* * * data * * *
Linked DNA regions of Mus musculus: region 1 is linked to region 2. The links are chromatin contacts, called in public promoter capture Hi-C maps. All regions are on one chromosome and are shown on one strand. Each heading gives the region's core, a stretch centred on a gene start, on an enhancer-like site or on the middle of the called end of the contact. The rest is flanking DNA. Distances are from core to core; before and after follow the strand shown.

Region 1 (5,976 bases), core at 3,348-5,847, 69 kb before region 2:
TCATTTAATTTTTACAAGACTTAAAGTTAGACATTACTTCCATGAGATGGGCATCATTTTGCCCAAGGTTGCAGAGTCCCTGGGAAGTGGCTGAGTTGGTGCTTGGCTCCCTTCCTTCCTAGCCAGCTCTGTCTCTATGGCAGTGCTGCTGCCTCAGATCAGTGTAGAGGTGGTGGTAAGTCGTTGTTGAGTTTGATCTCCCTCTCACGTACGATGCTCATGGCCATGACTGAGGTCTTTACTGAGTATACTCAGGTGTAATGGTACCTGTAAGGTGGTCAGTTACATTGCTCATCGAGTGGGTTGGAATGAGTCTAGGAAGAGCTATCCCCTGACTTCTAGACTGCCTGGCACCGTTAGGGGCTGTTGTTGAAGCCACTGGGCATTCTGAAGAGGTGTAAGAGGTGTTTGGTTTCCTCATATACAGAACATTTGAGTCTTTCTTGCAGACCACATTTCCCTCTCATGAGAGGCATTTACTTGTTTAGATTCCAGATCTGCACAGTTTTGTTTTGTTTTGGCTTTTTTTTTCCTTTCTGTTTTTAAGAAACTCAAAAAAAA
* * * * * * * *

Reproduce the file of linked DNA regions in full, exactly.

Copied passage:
Linked DNA regions of Mus musculus: region 1 is linked to region 2. The links are chromatin contacts, called in public promoter capture Hi-C maps. All regions are on one chromosome and are shown on one strand. Each heading gives the region's core, a stretch centred on a gene start, on an enhancer-like site or on the middle of the called end of the contact. The rest is flanking DNA. Distances are from core to core; before and after follow the strand shown.

Region 1 (5,976 bases), core at 3,348-5,847, 69 kb before region 2:
TCATTTAATTTTTACAAGACTTAAAGTTAGACATTACTTCCATGAGATGGGCATCATTTTGCCCAAGGTTGCAGAGTCCCTGGGAAGTGGCTGAGTTGGTGCTTGGCTCCCTTCCTTCCTAGCCAGCTCTGTCTCTATGGCAGTGCTGCTGCCTCAGATCAGTGTAGAGGTGGTGGTAAGTCGTTGTTGAGTTTGATCTCCCTCTCACGTACGATGCTCATGGCCATGACTGAGGTCTTTACTGAGTATACTCAGGTGTAATGGTACCTGTAAGGTGGTCAGTTACATTGCTCATCGAGTGGGTTGGAATGAGTCTAGGAAGAGCTATCCCCTGACTTCTAGACTGCCTGGCACCGTTAGGGGCTGTTGTTGAAGCCACTGGGCATTCTGAAGAGGTGTAAGAGGTGTTTGGTTTCCTCATATACAGAACATTTGAGTCTTTCTTGCAGACCACATTTCCCTCTCATGAGAGGCATTTACTTGTTTAGATTCCAGATCTGCACAGTTTTGTTTTGTTTTGGCTTTTTTTTTCCTTTCTGTTTTTAAGAAACTCAAAAAAAA